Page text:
THE ALPHABET FROM A TO Y WITH BONUS LETTER Z!

This high-profile crossover will slide effortlessly onto the bestseller lists, but it’s not likely to win its creators many new adult fans—or any child ones. Showing a fine disregard for foolish consistencies like end words that actually rhyme consistently, Martin fashions surreal situations in 26 couplets, each paired to a literal illustration from Chast strewn with both her customary cast of homely, anxious figures and other words or items that feature the selected letter. Though some spreads have a certain verbal and visual bounce—in the art for “Pedro the puppy piled poop on his paws / And Papa dog published his photo because,” for instance, the peeved paternal parent brandishes a copy of “Popular Pooch,” as mama dog praises a parsnip pizza—more often the captions read like random words strung together. Furthermore, some of the image choices, such as the 107 (or so) hunchbacks in Henrietta’s hairdo, or the drunk wandering past David the dog-faced boy, skate to the edge of poor taste. A gallery of accented letters on the endpapers provides some added value, but not enough. Like Shirley and Milton Glaser’s The Alphazeds (2003), any resemblance to a title for tots is coincidental. (Picture book. Adult)

Pub Date: Oct. 23, 2007

ISBN: 978-0-385-51662-4

Page Count: 64

Publisher: Flying Dolphin/Doubleday

Review Posted Online: May 20, 2010

Kirkus Reviews Issue: April 1, 2008

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A substantive and affirming addition to any collection.

THE ABCS OF BLACK HISTORY

An impressive array of names, events, and concepts from Black history are introduced in this alphabet book for early-elementary readers.

From A for anthem (“a banner of song / that wraps us in hope, lets us know we belong”) to Z for zenith (“the top of that mountain King said we would reach”), this picture book is a journey through episodes, ideas, and personalities that represent a wide range of Black experiences. Some spreads celebrate readers themselves, like B for beautiful (“I’m talking to you!”); others celebrate accomplishments, such as E for explore (Matthew Henson, Mae Jemison), or experiences, like G for the Great Migration. The rhyming verses are light on the tongue, making the reading smooth and soothing. The brightly colored, folk art–style illustrations offer vibrant scenes of historical and contemporary Black life, with common people and famous people represented in turn. Whether reading straight through and poring over each page or flipping about to look at the refreshing scenes full of brown and black faces, readers will feel pride and admiration for the resilience and achievements of Black people and a call to participate in the “unfinished…American tale.” Endnotes clarify terms and figures, and a resource list includes child-friendly books, websites, museums, and poems.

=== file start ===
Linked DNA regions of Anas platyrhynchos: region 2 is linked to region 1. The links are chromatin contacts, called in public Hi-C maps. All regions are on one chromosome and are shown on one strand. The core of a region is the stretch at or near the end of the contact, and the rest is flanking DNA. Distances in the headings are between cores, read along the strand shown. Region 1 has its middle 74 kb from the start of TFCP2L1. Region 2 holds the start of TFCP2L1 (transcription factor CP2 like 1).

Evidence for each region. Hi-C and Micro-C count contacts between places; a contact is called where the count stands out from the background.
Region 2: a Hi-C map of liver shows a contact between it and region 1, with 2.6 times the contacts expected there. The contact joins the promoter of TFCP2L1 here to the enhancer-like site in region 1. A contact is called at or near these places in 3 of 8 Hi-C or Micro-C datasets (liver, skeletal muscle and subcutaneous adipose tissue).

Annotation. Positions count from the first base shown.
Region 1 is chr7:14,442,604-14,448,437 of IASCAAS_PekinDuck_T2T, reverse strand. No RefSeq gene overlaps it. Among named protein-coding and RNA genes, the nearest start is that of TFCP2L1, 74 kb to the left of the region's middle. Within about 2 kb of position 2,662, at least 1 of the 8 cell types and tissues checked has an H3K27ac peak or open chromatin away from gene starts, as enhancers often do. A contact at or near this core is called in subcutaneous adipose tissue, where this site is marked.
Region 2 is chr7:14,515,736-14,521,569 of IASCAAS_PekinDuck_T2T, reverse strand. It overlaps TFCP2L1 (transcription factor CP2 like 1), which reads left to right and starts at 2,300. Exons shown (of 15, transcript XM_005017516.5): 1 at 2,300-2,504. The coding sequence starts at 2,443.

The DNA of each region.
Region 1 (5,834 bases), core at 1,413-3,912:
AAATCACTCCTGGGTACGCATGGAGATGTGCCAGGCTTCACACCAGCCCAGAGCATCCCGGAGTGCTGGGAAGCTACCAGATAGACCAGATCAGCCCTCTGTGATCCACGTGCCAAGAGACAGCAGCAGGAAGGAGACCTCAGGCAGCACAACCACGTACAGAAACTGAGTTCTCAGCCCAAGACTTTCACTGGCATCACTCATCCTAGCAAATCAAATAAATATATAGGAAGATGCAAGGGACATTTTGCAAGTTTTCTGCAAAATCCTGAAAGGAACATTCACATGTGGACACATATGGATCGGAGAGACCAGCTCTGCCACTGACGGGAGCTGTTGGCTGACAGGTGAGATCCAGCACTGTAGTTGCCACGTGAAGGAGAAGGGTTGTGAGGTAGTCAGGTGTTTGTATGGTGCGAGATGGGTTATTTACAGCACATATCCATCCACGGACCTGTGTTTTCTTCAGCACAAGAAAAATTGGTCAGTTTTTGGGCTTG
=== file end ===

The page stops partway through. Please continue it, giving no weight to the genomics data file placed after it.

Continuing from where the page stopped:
A substantive and affirming addition to any collection. (Informational picture book. 6-11)

Pub Date: Dec. 8, 2020

ISBN: 978-1-5235-0749-8

Page Count: 64

Publisher: Workman

Review Posted Online: Sept. 29, 2020

Kirkus Reviews Issue: Oct. 15, 2020

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As ephemeral as a valentine.

LOVE FROM THE CRAYONS

Daywalt and Jeffers’ wandering crayons explore love.

Each double-page spread offers readers a vision of one of the anthropomorphic crayons on the left along with the statement “Love is [color].” The word love is represented by a small heart in the appropriate color. Opposite, childlike crayon drawings explain how that color represents love. So, readers learn, “love is green. / Because love is helpful.” The accompanying crayon drawing depicts two alligators, one holding a recycling bin and the other tossing a plastic cup into it, offering readers two ways of understanding green. Some statements are thought-provoking: “Love is white. / Because sometimes love is hard to see,” reaches beyond the immediate image of a cat’s yellow eyes, pink nose, and black mouth and whiskers, its white face and body indistinguishable from the paper it’s drawn on, to prompt real questions. “Love is brown. / Because sometimes love stinks,” on the other hand, depicted by a brown bear standing next to a brown, squiggly turd, may provoke giggles but is fundamentally a cheap laugh. Some of the color assignments have a distinctly arbitrary feel: Why is purple associated with the imagination and pink with silliness? Fans of The Day the Crayons Quit (2013) hoping for more clever, metaliterary fun will be disappointed by this rather syrupy read.

As ephemeral as a valentine. (Picture book. 4-6)

Pub Date: Dec. 24, 2019

ISBN: 978-1-5247-9268-8

Page Count: 32

Publisher: Penguin Workshop

Review Posted Online: Feb. 2, 2021

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